Skip to main content

Show Two: Maison/0 Green Trail winners announcement

A patch of pink and transparent sequins
A patch of pink and transparent sequins
Elissa Brunato, MA Material Futures
Written by
Teleri Lloyd-Jones
Published date
24 June 2019

From across Show Two: Design, the best of sustainable innovation is celebrated with the Maison/0 Green Trail Awards.

The Maison/0 Green Trail shares the best sustainable projects from fashion to material innovation and this year over 60 graduating students were nominated. From that expansive list, the jury had the difficult decision of selecting five students to share the £5,000 final prize.

The trail's jury included Alexander Capelli, Mazarine Yeremian and Clara Gomez from the LVMH environment team alongside fashion journalist Tamsin Blanchard, MA Biodesign course leader Nancy Diniz and CSM Dean of Academic Programmes Rachel Dickson.

Many congratulations to:

Benjamin Benmoyal, BA Fashion: Fashion Design with Marketing

Elissa Brunato, MA Material Futures

Chekii Harling, BA Fashion Communication: Journalism

Olivia Page, M ARCH Architecture

Nathalie Spencer, MA Material Futures


And five commended graduates:

Graysha Assoun, BA Textile Design

Cecily Cracroft-Eley, BA Fashion Design Knitwear

Gabriel De Noray, MA Industrial Design

Jessica Duggan, BA Graphic Communication Design

Penny Hartley, MA Graphic Communication Design

Maison/0 is an incubator of sustainable intelligence designed to provoke practices and challenge our collective futures. Set up as part of the CSM LVMH partnership launched in May 2017, Maison/0 provides a platform to develop innovative sustainable projects across Central Saint Martins and LVMH.

Woman wearing outfit woven in oranges and bronzes
It Was Better Tomorrow, Benjamin Benmoyal (BA Fashion)

It Was Better Tomorrow – Benjamin Benmoyal

It Was Better Tomorrow is a fashion collection of 10 outfits, made with fabrics designed and woven by Benmoyal using recycled cassette tapes and yarns from dead stock.

A patch of pink and transparent sequins
Elissa Brunato, MA Material Futures

Bio Iridescent Sequin – Elissa Brunato

"Within the current fashion and textiles system, the embroidery industry is limited by unsustainable material options and a lack of innovation. Shimmering beads and sequins are industrially made from petroleum plastic or synthetic resins. Their use and disposal impose a huge environmental problem and contribute largely to the micro-plastic issue that planet Earth is currently facing.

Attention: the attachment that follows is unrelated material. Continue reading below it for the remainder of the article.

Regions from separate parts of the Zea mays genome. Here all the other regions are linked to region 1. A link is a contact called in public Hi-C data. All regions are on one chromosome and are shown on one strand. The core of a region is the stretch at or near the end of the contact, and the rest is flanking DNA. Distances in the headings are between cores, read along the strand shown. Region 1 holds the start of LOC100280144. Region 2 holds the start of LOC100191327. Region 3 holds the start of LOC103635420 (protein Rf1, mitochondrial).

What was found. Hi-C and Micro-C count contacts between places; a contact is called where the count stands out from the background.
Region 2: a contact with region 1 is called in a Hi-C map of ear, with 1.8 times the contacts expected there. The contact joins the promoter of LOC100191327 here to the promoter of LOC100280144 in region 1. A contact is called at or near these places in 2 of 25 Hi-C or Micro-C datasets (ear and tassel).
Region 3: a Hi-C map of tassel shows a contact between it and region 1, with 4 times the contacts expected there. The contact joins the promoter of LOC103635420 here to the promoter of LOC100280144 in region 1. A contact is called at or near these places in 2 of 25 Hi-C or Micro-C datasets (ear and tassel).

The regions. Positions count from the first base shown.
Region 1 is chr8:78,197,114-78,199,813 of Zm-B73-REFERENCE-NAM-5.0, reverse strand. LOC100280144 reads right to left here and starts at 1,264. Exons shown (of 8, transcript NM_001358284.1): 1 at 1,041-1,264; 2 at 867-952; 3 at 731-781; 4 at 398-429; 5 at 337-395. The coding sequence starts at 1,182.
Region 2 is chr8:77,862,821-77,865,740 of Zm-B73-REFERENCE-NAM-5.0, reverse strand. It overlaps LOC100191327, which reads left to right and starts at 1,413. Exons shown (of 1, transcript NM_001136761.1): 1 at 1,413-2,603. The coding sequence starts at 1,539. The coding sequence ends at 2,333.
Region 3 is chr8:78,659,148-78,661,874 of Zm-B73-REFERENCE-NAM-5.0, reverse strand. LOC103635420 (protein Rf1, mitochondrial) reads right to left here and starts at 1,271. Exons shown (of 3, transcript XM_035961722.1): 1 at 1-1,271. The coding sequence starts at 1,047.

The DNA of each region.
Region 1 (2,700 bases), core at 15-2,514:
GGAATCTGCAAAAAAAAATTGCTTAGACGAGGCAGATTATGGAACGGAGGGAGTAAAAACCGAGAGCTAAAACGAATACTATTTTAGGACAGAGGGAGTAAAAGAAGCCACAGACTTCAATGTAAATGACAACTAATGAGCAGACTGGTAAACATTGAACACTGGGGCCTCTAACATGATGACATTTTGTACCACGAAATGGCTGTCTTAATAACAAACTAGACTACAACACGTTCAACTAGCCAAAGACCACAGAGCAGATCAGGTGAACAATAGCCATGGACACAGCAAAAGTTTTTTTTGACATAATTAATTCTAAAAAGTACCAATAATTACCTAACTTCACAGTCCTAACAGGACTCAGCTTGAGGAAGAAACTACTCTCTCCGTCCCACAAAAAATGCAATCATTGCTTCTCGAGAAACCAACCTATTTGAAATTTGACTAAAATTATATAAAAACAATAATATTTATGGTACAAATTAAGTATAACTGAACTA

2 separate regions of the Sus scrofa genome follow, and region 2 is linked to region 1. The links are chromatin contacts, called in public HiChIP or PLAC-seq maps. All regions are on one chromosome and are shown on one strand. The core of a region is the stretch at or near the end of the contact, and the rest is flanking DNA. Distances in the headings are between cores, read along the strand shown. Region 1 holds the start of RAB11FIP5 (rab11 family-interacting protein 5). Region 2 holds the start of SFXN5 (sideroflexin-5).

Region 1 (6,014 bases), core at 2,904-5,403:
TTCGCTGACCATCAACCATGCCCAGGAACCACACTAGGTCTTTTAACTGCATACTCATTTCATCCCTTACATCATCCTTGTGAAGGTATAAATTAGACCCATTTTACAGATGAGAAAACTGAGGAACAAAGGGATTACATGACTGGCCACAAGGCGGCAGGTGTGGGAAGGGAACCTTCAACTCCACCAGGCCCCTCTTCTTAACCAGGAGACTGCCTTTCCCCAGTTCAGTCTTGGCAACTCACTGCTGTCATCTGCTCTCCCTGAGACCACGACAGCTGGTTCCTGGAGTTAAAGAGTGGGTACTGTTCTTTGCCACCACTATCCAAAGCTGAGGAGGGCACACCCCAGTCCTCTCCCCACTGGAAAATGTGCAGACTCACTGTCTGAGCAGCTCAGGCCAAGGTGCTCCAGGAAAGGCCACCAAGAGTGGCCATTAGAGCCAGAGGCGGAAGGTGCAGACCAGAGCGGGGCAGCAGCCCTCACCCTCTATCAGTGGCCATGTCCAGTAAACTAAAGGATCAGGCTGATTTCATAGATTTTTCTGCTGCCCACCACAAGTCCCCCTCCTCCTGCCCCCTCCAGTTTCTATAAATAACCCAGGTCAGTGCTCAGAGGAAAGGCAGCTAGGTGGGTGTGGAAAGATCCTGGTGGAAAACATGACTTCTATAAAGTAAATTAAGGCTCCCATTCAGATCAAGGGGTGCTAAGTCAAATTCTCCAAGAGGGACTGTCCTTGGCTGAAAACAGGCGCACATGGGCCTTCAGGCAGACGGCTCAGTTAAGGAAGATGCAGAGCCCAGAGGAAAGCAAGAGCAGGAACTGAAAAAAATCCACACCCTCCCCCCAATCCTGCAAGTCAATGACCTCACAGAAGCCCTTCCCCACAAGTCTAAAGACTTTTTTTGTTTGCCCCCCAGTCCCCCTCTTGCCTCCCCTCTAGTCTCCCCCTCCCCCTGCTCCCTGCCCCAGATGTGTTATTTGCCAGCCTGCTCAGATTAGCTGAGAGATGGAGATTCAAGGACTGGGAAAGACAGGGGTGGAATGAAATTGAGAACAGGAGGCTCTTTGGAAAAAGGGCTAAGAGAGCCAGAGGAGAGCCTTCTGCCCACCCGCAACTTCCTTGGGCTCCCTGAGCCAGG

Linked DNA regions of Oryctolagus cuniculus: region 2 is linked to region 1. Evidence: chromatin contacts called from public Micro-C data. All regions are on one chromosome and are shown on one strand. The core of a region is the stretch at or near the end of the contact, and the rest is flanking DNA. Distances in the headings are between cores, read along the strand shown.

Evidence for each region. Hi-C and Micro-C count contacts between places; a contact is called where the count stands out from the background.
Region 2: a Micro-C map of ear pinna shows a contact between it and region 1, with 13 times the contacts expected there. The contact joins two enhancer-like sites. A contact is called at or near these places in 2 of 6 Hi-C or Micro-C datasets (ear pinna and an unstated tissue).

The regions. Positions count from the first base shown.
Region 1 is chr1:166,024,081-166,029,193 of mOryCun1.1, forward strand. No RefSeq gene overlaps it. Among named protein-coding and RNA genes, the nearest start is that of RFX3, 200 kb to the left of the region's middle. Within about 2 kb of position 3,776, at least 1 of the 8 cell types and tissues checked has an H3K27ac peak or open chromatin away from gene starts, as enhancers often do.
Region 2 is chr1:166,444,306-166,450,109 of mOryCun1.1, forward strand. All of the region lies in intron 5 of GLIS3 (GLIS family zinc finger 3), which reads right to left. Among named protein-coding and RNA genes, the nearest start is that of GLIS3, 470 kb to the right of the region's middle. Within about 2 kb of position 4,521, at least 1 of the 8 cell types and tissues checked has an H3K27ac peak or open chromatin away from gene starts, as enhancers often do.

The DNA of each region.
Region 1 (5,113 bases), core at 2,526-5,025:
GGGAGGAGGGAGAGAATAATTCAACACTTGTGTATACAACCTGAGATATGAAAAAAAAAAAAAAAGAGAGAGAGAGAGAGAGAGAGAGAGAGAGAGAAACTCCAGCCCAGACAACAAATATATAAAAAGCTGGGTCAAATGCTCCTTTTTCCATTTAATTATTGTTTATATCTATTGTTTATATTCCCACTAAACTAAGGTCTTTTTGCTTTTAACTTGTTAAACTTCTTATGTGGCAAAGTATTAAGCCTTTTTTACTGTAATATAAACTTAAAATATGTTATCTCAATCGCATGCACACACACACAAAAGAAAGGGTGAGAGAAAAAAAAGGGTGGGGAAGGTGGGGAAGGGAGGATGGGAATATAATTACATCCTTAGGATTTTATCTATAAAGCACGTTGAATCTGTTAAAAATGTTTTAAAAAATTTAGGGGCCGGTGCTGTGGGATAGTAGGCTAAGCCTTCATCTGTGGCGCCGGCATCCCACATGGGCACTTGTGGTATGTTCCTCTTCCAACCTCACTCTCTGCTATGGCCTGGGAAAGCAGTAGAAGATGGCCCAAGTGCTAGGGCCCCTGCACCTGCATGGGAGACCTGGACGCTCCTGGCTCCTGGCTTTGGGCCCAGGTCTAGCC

Bio Iridescent Sequin finds an answer in the research of bio-technologies that are capable of harnessing naturally abundant materials, to create shimmering structural colours. By extracting the crystalline form of cellulose, the wood-originating matter can imitate the alluring visual aesthetics of beetle wings. The material remains lightweight and as strong as plastic, yet it is compostable."

Front cover of Trash magazine
TRASHMag, Chekii Harling (BA Fashion Communication: Journalism)

TRASHMag – Chekii Harling

"TRASHMag highlights that there are alternatives to both fast fashion and throwaway luxury, championing designers and artists who work with recycled materials or those that come from nature itself.

The aim of the project was to reinvent the language used when writing about sustainable fashion and environmental issues. TRASHMag utilises humour to bring important issues to people's attention, a tone of voice that was absent from this space."

Display of alternative insulation materials
Olivia Page (M ARCH Architecture)

Re-distributing and Re-sourcing the Production of Construction Materials – Olivia Page

"Our continued unsustainable production of materials will lead to the destruction of the planet. This project responds to these climatic challenges with hope and creativity by making and experimenting with biological waste, abundant and invasive plants. By being more innovative with construction material we can decrease landfill waste, increase biodiversity, celebrate degradability, support local businesses and depend less on non-renewable materials and fossil fuels.

Looking specifically at the area of northern Portugal, I have formed a recipe guidebook to the are of the wastes and materials that create decomposable, low-cost materials. Working with multi-disciplinary teams, such as scientists, engineers, designers and makers we can change the way we product materials in the development towards a more equal and sustainable future."

Display of pineapple and vegan wool made from pineapple waste
Wool: re-crafted, Nathalie Spencer (MA Material Futures)

Wool: re-crafted – Nathalie Spencer

"Studies show that in order to have any chance of slowing down climate change, society must shift from the use of animal derived products to more sustainable alternatives. This project presents a vegan alternative to wool by utilising the discarded waste leaves of pineapples from markets and juice bars around London and processing the fibres into a wearable material. By perceiving waste as a design opportunity, an existing by-product is made into a sustainable and biodegradable vegan textile. Through collaboration, the project uses craft as a catalyst to relocate the value of the material and revive the connections within the making process. At the core lies a more sustainable option to wool that is designed within the circular economy."